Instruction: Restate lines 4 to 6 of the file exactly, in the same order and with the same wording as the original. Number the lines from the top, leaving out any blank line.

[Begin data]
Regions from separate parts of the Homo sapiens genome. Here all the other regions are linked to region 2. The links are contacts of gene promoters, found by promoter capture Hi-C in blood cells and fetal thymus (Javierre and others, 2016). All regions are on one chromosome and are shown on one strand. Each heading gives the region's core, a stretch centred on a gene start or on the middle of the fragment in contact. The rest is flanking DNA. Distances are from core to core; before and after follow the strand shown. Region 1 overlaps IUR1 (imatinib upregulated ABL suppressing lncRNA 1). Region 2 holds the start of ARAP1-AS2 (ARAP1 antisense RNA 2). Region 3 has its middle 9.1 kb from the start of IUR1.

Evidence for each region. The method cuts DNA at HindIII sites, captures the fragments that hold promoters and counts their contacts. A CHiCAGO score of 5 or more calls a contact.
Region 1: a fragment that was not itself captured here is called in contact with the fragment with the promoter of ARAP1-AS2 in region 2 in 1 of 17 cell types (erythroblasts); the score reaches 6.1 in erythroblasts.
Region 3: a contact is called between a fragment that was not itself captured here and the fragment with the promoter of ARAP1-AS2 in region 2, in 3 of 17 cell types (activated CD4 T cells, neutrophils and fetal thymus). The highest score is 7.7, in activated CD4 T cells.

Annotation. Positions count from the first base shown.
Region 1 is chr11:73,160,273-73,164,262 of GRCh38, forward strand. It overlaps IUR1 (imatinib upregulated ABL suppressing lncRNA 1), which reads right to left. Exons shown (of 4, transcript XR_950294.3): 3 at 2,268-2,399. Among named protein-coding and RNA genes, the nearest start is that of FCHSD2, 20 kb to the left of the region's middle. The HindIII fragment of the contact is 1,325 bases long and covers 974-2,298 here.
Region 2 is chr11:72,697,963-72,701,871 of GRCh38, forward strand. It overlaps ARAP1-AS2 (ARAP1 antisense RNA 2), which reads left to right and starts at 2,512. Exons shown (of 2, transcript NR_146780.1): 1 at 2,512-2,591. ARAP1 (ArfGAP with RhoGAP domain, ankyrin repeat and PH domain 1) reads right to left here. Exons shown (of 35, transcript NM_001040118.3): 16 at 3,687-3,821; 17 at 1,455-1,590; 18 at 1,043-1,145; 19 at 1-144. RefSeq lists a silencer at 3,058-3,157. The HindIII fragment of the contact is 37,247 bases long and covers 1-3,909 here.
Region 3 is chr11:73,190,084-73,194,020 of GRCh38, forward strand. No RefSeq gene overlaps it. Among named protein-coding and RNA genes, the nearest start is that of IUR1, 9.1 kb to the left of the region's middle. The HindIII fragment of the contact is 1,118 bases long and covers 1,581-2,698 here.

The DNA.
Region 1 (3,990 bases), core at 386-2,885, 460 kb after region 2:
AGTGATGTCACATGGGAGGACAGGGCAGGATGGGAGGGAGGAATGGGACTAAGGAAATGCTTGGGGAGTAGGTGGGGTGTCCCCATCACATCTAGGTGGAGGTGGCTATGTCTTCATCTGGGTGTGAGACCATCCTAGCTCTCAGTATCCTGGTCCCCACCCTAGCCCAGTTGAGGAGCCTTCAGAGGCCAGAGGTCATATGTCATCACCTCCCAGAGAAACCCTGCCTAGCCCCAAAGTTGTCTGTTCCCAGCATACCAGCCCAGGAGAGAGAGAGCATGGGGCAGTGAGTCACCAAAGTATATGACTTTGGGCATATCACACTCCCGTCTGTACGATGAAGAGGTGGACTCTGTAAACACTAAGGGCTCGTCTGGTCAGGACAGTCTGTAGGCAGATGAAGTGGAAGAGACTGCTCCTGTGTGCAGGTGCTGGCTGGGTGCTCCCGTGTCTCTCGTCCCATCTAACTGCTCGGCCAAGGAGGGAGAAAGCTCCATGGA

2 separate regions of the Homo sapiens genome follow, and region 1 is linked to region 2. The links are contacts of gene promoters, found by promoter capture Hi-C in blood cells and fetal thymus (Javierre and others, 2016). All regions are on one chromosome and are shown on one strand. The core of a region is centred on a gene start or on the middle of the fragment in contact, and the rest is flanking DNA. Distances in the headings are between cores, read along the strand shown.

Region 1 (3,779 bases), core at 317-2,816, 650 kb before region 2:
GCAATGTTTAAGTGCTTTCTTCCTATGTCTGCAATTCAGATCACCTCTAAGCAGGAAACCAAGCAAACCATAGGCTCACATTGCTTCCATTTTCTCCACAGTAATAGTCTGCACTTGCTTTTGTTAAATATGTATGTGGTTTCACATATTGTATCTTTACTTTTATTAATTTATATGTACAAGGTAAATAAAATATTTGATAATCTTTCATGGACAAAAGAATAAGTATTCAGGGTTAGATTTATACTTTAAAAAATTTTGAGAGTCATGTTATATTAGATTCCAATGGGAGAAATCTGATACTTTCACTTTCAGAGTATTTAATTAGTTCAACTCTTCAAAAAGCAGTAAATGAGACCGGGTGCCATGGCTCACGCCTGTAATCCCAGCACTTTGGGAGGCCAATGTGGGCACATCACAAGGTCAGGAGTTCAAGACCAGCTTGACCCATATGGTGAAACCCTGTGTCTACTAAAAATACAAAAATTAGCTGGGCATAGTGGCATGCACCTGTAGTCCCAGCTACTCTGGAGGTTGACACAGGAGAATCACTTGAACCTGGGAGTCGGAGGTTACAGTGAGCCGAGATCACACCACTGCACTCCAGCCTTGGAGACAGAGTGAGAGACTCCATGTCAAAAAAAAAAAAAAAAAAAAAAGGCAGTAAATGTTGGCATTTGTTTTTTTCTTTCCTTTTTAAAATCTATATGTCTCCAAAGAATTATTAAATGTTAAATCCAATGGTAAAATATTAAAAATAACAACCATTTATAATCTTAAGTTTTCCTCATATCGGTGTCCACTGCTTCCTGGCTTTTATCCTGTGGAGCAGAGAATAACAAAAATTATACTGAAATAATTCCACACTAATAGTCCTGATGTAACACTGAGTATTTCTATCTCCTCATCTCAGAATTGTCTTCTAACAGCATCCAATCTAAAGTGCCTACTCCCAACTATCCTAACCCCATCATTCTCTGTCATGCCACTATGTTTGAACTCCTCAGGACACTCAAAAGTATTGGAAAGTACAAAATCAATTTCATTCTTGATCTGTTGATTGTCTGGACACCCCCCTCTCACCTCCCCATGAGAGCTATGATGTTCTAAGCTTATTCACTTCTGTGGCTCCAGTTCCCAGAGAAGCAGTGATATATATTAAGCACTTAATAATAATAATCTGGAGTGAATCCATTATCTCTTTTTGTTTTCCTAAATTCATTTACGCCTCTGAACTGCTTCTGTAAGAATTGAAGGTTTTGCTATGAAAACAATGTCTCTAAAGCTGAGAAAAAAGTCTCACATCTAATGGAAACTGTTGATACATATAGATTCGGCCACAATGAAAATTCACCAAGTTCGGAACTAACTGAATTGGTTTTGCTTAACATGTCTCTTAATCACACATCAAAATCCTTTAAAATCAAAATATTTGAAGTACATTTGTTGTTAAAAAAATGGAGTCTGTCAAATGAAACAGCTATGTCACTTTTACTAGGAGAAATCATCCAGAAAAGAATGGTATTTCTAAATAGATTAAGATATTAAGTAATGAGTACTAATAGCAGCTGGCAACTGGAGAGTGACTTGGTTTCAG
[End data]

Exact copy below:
Region 3: a contact is called between a fragment that was not itself captured here and the fragment with the promoter of ARAP1-AS2 in region 2, in 3 of 17 cell types (activated CD4 T cells, neutrophils and fetal thymus). The highest score is 7.7, in activated CD4 T cells.

Annotation. Positions count from the first base shown.
Region 1 is chr11:73,160,273-73,164,262 of GRCh38, forward strand. It overlaps IUR1 (imatinib upregulated ABL suppressing lncRNA 1), which reads right to left. Exons shown (of 4, transcript XR_950294.3): 3 at 2,268-2,399. Among named protein-coding and RNA genes, the nearest start is that of FCHSD2, 20 kb to the left of the region's middle. The HindIII fragment of the contact is 1,325 bases long and covers 974-2,298 here.